US mines online rhetoric for attack warnings
Automated text analysis could track consistent linguistic ‘fingerprints’ and, to a lesser degree, pre-attack increases in terrorist rhetoric within online postings, according to research funded by the US Department for Homeland Security.
Two IT-based techniques, Linguistic Inquiry Word Count (LIWC) and frame analysis, have been used in an initial study that was disclosed at last week's annual meeting of the American Association for the Advancement of Science.
The project studied and compared documents from Al Qaeda and its sister organisation Al Qaeda in the Arabian Peninsula to others from two groups with similar philosophical aims but which do not use violence.
LIWC detected a gradual increase in ‘function words’ – personal pronouns, prepositions and other words that make up more than 50% of everyday usage. Frame analysis found that terrorists used pre-defined concepts that indicated their ideologies.
In the LIWC analysis, the terrorist groups used fewer long words (those with more than six letters) than the peaceful ones. They also used significantly more social and emotional terms, implying less cognitive complexity. And these trends accelerated in the run-up to an attack.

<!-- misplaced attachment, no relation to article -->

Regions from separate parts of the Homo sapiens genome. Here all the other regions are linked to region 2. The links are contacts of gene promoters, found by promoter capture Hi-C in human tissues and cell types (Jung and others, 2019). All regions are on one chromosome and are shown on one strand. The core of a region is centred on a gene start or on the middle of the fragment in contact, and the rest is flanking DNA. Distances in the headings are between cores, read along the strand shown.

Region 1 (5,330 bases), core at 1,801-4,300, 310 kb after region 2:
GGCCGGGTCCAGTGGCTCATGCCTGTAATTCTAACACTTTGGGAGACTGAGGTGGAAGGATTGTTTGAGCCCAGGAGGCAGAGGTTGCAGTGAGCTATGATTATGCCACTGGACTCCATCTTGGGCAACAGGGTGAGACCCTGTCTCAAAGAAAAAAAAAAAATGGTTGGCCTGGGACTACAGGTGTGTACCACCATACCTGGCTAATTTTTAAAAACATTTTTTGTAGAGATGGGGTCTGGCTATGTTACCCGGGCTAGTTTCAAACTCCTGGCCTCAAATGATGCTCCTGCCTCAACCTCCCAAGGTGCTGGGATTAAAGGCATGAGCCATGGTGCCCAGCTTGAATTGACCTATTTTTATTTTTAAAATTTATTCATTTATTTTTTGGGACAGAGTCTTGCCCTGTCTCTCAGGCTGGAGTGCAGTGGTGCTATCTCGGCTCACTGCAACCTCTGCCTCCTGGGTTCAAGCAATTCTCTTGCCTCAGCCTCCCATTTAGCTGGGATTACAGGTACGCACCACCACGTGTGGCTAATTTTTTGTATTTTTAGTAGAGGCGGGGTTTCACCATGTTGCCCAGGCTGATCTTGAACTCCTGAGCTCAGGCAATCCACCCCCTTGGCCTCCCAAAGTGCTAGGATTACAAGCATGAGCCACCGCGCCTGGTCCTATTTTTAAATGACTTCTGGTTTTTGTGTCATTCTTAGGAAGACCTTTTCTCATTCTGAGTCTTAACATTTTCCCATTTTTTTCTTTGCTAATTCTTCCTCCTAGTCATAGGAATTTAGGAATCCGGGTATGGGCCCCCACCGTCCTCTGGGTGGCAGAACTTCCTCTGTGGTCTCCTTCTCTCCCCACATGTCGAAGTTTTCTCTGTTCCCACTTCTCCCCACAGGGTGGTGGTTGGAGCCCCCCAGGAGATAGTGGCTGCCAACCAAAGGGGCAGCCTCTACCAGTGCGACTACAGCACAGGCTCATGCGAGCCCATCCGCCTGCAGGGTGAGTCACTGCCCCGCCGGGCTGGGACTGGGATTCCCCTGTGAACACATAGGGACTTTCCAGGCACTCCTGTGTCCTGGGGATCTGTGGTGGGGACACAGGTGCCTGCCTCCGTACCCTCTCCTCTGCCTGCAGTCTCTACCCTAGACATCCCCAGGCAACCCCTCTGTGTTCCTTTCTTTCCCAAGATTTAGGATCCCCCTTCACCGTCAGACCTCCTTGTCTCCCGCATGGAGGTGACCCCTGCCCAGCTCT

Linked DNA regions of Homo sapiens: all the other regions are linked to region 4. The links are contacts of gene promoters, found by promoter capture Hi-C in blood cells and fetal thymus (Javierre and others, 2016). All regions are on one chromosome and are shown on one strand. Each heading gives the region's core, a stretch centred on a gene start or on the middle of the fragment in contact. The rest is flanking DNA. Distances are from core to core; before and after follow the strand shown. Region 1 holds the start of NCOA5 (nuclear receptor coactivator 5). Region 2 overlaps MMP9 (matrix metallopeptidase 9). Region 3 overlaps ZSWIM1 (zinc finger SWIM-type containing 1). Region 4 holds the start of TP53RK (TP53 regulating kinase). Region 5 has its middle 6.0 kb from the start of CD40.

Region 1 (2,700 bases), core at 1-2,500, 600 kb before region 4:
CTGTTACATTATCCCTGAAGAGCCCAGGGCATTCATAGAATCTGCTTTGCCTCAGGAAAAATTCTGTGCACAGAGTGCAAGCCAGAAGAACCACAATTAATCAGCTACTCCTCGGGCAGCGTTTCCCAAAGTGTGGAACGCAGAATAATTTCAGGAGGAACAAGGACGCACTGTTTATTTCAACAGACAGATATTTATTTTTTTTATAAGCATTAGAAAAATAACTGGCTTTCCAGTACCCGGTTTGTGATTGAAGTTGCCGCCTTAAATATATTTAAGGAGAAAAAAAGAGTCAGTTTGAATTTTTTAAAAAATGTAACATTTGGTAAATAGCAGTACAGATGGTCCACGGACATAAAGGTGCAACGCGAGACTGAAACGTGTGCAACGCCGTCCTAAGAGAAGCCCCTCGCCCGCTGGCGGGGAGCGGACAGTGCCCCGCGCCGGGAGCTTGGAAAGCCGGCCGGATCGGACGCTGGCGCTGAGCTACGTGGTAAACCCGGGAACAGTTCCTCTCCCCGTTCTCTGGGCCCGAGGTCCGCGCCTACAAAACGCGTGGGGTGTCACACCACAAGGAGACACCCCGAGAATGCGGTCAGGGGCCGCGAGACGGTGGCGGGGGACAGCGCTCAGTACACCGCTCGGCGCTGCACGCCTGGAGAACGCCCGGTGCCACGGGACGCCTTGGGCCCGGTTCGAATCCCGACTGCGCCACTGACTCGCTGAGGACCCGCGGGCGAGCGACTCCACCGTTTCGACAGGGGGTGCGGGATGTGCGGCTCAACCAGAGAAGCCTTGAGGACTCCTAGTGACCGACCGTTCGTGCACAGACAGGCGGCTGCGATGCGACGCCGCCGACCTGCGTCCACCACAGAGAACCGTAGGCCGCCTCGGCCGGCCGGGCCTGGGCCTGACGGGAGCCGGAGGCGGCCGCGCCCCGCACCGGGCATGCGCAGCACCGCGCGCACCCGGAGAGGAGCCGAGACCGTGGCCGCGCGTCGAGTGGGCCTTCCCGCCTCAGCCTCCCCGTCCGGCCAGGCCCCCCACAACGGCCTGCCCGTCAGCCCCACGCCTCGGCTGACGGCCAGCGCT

“And, in other research, we have found similar linguistic shifts in [former US President George W.] Bush around the time that the US went to war in Iraq,” said LIWC trial leader, Professor James Pennebaker of the University of Texas.
In the frame analysis approach, conducted by a team led by Dr Antonio Sanfilippo of the Pacific Northwest National Laboratory, the terrorist documents were more marked by terms that fell into four categories: moral disengagement (‘hate’, ‘fear’, ‘judge’, criticise’); the violation of sacred values (particularly a sense of attacks on religious belief); social isolation (‘confine’, ‘abandon’, ‘withdraw’); and violence and contention (‘attack’, ‘fight’, ‘kill’).
A third manual technique, integrative complexity, found similar results.
All three research groups stressed that this early research had limits. They were able to study 320 documents in total, but only in English translations. They also said more work is needed to build up a lexicon to analyse the content.
“You have to keep in mind, it’s going to be pretty crude, but it’s a pretty crude business we’re in,” added Prof Pennebaker.